Intercontinental Exchange, the $28 billion parent of the New York Stock Exchange, may be getting the short end of the stick on its $5.2 billion purchase of Interactive Data. The deal will bag it data on more than 90,000 corporate bond issues – a potentially lucrative trove of information. But Interactive Data has been growing slowly and buying it from its private equity owners will double ICE’s debt burden.
Interactive Data’s top line has only grown by around 28 percent since Silver Lake Partners and Warburg Pincus took the company, then majority-owned by Pearson, private in 2010 for $3.4 billion. Revenue at market data rival FactSet, by contrast, has jumped twice as much.
That may partly explain why ICE boss Jeffrey Sprecher is paying an enterprise value of 13.5 times EBITDA over the past 12 months for Interactive Data. By contrast, FactSet currently trades at some 20 times its comparable earnings.
What’s more, ICE will need to tap banks, bond investors or both for the $3.55 billion of the deal that it is paying in cash. The remaining $1.55 billion comes in ICE stock. That will take the Big Board owner’s borrowings to around three times its EBITDA.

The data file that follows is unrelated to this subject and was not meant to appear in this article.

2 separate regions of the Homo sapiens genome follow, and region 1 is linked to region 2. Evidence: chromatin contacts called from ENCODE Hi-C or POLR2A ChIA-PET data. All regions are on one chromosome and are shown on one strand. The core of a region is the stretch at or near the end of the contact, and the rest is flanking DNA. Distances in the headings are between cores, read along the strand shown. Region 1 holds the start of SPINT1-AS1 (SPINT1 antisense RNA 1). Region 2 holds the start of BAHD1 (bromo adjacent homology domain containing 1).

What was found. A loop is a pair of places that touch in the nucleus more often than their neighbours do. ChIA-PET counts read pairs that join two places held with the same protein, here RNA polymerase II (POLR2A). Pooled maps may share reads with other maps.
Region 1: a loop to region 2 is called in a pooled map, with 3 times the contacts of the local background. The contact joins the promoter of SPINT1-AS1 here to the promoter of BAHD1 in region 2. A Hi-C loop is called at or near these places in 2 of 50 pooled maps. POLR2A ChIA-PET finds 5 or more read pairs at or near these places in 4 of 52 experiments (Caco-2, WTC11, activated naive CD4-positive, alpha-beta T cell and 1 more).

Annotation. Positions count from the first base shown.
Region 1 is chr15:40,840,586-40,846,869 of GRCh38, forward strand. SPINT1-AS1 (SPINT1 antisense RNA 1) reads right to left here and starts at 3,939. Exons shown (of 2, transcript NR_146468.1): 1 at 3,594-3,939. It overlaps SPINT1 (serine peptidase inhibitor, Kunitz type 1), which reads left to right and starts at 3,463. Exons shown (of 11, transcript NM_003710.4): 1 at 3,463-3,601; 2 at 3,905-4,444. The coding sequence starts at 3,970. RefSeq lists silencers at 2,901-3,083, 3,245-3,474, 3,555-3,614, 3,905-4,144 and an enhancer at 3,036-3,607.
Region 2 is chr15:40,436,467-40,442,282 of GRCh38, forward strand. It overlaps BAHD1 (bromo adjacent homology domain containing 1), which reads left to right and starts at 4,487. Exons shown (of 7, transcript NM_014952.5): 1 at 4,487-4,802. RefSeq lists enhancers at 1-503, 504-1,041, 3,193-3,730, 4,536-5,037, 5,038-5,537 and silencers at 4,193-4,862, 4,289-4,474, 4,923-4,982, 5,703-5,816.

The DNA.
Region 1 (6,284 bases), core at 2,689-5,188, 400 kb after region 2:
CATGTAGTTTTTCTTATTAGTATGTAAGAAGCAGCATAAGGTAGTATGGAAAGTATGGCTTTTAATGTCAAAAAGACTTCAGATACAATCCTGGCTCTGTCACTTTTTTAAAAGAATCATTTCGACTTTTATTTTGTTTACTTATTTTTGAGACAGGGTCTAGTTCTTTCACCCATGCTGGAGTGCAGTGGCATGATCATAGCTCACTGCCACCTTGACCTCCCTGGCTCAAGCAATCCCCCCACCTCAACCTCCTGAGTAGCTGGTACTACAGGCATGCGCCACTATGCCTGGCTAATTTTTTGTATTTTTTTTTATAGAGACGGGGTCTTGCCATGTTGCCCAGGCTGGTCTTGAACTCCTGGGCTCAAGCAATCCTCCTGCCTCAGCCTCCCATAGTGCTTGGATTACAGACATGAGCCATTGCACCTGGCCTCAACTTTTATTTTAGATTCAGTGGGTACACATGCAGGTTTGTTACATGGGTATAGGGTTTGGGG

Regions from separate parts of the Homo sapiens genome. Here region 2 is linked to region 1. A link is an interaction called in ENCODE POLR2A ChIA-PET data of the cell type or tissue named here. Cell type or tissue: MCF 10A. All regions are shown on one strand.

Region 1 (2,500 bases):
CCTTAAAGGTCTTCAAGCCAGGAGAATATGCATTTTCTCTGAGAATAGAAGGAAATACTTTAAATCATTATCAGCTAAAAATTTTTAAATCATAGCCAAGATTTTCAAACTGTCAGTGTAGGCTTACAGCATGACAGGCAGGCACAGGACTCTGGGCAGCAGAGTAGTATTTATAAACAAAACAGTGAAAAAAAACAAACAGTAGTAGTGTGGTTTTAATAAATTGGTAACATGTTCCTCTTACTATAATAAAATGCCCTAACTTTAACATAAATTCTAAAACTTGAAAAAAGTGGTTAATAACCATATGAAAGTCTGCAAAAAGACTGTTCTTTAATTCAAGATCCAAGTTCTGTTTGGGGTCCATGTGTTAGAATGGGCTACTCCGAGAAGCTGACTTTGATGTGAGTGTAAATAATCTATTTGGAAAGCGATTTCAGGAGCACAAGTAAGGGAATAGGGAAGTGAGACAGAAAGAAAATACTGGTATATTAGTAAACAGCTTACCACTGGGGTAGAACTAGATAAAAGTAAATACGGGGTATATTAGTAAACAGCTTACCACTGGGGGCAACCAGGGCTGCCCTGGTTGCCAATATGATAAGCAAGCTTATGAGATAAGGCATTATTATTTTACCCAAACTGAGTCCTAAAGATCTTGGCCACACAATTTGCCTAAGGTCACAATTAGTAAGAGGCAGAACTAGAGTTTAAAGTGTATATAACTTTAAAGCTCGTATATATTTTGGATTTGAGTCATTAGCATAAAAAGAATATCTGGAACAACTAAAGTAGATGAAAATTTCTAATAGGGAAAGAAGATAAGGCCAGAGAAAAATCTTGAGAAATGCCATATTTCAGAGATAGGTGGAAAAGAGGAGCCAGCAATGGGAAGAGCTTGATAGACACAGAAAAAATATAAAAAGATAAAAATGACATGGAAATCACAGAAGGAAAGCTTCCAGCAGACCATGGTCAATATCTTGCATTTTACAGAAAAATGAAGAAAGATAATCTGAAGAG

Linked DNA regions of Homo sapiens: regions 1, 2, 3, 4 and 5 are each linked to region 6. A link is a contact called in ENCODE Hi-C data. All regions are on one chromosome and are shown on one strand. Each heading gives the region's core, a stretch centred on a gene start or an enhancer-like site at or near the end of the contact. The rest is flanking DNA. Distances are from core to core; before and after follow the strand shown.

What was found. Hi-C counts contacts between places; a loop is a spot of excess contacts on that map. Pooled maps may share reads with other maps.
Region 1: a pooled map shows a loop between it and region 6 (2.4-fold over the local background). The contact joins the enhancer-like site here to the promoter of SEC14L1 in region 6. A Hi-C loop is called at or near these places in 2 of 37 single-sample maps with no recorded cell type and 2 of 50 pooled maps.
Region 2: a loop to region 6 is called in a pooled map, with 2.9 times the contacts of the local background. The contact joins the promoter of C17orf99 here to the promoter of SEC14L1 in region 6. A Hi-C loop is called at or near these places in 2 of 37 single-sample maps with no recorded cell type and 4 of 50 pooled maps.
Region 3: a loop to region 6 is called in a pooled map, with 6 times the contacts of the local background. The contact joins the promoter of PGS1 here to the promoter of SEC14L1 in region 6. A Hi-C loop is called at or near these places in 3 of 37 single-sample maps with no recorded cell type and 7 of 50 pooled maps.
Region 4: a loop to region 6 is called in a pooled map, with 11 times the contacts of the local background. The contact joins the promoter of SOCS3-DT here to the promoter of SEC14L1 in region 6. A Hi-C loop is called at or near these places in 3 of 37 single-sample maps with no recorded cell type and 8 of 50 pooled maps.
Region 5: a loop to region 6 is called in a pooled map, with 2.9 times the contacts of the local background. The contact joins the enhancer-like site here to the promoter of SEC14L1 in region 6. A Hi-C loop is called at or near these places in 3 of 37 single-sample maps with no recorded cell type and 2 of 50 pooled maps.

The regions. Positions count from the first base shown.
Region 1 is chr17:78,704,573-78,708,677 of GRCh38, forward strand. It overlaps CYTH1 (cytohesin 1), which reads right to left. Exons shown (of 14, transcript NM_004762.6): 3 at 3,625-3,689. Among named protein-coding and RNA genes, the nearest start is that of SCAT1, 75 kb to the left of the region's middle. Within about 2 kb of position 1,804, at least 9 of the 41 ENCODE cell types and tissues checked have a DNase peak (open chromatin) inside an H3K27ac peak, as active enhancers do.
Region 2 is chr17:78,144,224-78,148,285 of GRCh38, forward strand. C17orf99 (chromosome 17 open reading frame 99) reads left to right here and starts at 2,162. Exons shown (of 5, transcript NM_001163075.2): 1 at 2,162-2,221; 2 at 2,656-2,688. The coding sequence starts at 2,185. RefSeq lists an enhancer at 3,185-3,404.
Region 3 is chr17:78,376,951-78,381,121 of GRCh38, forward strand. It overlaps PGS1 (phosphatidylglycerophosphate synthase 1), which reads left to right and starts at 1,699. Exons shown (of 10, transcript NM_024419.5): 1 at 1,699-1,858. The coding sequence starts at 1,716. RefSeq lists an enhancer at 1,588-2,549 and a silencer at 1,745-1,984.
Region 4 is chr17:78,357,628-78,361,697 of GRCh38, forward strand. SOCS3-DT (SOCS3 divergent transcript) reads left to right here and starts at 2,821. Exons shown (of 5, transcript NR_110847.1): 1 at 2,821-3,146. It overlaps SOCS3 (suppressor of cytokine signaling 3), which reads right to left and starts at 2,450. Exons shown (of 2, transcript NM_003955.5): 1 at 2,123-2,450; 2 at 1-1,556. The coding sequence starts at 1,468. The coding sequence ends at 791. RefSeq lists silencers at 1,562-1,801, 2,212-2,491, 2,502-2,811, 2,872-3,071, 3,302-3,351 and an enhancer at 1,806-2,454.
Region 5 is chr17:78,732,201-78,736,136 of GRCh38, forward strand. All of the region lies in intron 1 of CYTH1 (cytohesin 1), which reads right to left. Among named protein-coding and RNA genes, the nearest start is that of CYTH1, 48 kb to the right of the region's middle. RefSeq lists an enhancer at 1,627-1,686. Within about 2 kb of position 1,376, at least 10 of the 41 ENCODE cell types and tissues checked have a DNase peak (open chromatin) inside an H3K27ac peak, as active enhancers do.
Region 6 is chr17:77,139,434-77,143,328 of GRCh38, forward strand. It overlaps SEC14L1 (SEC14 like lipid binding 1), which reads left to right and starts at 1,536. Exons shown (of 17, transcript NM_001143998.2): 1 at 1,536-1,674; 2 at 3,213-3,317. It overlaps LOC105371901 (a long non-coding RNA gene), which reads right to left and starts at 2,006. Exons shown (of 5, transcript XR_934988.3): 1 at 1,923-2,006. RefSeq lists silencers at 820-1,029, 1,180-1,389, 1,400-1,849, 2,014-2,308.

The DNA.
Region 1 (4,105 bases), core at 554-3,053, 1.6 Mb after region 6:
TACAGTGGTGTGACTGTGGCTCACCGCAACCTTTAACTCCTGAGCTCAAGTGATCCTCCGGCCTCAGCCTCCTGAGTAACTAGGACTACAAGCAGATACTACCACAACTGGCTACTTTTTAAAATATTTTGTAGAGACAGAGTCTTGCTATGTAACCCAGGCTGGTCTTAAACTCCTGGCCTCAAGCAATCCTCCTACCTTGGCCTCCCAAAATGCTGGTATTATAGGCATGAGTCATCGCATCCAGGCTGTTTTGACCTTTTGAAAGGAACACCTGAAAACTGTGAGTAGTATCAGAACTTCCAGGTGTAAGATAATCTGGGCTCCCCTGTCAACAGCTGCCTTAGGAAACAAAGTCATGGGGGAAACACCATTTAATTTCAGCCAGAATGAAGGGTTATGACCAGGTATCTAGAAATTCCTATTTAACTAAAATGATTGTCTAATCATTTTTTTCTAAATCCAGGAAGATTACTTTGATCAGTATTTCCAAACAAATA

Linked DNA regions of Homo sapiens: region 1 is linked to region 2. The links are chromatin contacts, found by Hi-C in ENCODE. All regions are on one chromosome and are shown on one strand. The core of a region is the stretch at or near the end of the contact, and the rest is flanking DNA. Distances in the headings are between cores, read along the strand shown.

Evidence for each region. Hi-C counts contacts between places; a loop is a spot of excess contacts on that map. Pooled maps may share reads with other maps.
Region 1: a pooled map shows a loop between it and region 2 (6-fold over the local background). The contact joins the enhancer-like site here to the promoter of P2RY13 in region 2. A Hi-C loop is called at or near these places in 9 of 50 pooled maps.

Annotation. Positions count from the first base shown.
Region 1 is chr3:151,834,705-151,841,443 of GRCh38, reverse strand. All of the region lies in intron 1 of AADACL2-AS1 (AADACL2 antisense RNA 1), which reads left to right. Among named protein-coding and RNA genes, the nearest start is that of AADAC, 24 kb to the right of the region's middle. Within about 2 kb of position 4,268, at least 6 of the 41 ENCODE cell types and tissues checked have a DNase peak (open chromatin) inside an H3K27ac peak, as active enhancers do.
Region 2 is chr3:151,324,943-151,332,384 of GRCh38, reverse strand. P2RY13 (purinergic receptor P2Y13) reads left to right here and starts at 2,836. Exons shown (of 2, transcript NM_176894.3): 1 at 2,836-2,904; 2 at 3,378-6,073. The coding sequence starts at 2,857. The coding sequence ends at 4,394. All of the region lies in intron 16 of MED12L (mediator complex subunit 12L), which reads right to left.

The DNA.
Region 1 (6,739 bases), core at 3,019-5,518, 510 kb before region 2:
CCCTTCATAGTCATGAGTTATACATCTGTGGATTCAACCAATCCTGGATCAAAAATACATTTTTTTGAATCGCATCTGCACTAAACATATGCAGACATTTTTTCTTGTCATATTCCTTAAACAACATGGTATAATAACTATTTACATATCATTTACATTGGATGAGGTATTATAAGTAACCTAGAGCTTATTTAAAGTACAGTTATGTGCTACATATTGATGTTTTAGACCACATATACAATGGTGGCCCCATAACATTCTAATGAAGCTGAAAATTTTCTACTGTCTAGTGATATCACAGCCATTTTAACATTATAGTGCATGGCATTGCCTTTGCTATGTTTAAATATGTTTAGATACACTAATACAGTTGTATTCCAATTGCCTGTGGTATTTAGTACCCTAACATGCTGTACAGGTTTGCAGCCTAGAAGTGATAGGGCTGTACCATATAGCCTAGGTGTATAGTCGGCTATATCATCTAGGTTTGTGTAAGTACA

That should be manageable, as ICE is already set to generate around $1.5 billion of free cash flow this year. But it is toward the top of the range of what exchanges have tended to borrow in the past, and 50 percent higher than Nasdaq’s ratio.
It doesn’t make it a bad deal for ICE. It allows the company to reduce from 60 percent the revenue it earns from volume-based businesses, such as trading revenue from its derivatives exchange and the NYSE. Adding Interactive Data may take that below half while boosting the contribution from market data and services to 40 percent, an arguably more stable fee business to which investors may ascribe a higher value.
ICE is also projecting $150 million of synergies and expects the deal to add some 5 percent to earnings a year in. That helps explain why the stock has risen almost 3 percent since unveiling the deal earlier this week.
But Silver Lake and Warburg Pincus look set to achieve a nearly 30 percent internal rate of return, including dividends. The final figure depends on how long they end up holding ICE shares. Still, that’s a performance Interactive Data’s new owner will be lucky to achieve.